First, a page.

It would have been quite a sight…a young nun dressed in a brown habit driving her fellow Sisters of St Joseph around the streets of Adelaide in the 1950s.
And it would have been more surprising to know that inside the car both the driver and passengers were reciting the Rosary, as was expected of them at that time.
Pushing her veil back to improve visibility, Sr Joan Mangan rsj would stop at busy intersections and try to continue praying – while avoiding a collision!
With only a written test required to obtain a licence back then, the extent of her driving lessons included a crash course during the school holidays with the gardener at the Sisters’ property at Cowandillla.
The first car Sr Joan drove was a Packard. It had three bench seats so held quite a number of Sisters. Later the Packard was replaced with a Kombi van which comfortably and conveniently seated more Sisters. On one occasion as Sr Joan pulled up at a school she heard a couple of young lads refer to them as a “nunnery on wheels”.
As the first Josephite in Adelaide to learn to drive, 26-year-old Sr Joan had a big responsibility to transport Sisters safely to the various schools where they taught.
Her driving duties also included negotiating the steep and winding road, including the “Devil’s Elbow”, to the Josephite convent and school at Aldgate. Often on weekends she would be called upon to drive Sisters to other convents or to appointments. On these occasions Sr Joan took some of the students’ written work to correct or she would plan lessons for the following week while she waited to take the Sisters back to the convent. Sr Joan said she always carried plenty of books in the boot of the car.
One of six children born to May and Ray Mangan, Sr Joan grew up in Cheltenham and was educated by the Josephites at Mount Carmel School, Alberton.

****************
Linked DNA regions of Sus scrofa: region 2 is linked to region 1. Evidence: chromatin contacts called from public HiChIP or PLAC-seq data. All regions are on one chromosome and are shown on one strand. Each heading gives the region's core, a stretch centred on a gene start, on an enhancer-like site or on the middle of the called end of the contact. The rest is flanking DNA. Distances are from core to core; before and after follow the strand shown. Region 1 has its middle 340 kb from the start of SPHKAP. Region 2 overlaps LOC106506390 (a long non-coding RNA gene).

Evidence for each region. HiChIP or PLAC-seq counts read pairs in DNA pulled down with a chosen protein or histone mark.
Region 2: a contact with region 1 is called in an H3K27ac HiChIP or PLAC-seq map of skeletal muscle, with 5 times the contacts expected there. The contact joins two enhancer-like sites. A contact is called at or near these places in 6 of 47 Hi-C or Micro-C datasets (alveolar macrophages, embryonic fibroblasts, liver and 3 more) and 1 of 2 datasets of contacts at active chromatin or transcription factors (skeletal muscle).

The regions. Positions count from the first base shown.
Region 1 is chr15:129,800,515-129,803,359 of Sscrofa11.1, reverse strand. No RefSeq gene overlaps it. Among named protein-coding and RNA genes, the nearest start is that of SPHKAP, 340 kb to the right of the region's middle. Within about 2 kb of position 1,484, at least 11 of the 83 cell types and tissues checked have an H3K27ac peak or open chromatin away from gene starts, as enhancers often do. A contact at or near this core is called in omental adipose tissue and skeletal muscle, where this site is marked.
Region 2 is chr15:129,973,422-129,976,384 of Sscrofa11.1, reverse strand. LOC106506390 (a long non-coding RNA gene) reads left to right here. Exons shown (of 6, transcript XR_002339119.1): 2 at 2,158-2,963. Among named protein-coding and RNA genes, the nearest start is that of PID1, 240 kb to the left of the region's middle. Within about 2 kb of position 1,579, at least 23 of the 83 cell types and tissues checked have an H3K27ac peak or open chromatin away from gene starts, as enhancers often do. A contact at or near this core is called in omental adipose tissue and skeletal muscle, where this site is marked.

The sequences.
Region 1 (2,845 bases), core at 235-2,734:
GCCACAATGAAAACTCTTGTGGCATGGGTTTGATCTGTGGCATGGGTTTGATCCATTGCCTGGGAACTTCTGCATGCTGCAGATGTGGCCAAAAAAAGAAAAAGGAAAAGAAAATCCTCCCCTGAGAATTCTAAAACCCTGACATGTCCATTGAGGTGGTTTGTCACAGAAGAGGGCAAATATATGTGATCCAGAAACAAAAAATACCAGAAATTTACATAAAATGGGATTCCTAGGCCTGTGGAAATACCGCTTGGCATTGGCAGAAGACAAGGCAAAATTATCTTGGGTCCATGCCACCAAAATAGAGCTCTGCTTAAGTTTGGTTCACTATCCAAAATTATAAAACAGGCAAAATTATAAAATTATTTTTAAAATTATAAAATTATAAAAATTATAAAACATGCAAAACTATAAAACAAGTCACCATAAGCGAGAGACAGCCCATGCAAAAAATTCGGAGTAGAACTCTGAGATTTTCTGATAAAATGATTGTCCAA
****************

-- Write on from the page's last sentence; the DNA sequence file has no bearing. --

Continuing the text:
“It was a very happy home and a family that shared and enjoyed each other’s company,” she said.
“I have wonderful memories of us playing in the backyard, singing together around the piano and every evening praying together.
“It was a home where my faith was developed firstly by the example of my parents, and secondly at school by the Sisters, who also made a great impression on me.”
For these reasons, on February 2 1945 she entered the Congregation of the Sisters of St Joseph at Kensington and then went to the novitiate in Sydney. After making her profession with 27 other young Sisters, she returned to South Australia in January 1947.
Her first teaching position was at Williams Street, Norwood, heralding the start of a 34-year career at various Josephite schools, including 23 years as a principal.
Sr Joan recalled her early days in the convent as being difficult at times but added that it was “a happy life” and she enjoyed being with other young women.
“I think the hardest part was adhering to the timetable,” she said. “We would be in the middle of something and then it was time to go to the chapel to pray together.”
Long periods away from her family and wearing the heavy brown habit in summer were other challenges. She welcomed the introduction of a lighter, white habit and the gradual change to casual clothing.
The reforms that flowed from Vatican II also brought a greater focus on individual prayer and a shift away from the monastic lifestyle that had crept into the Congregation.
While Sr Joan’s driving ability kept her in the city much of her life, she spent four years on the Waikerie Motor Mission which involved providing religious instruction to children in small towns where there was no Catholic school.
After retiring from teaching, she used her skills in administration at the Aldgate Conference Centre for five years and the Flora McDonald Nursing Home for three years, and was a parish worker at St Peter’s parish for nine years.
Sr Joan continued to drive until she was 92 and it was only last year that she moved from a unit at Cowandilla to the convent at Kensington.
Now back at Kensington where her religious vocation began, she said it was a “great privilege to live in this convent where our foundress,
St Mary MacKillop, lived with many of the pioneering Sisters”.
“I am so grateful that Mary MacKillop and the early Sisters were such strong and committed women, despite the many hardships they encountered,” she added.
“Living in this convent I am very conscious of, and get a very strong feeling that, we are ‘standing on the shoulders of the ones who have gone before us’ and benefitting greatly from their committed love of the Congregation.”
The anniversary of Sr Joan’s profession was on January 6 but she celebrated with other Josephite jubilarians at a Mass in St Ignatius’ Church, Norwood, on March 19.Jump to next article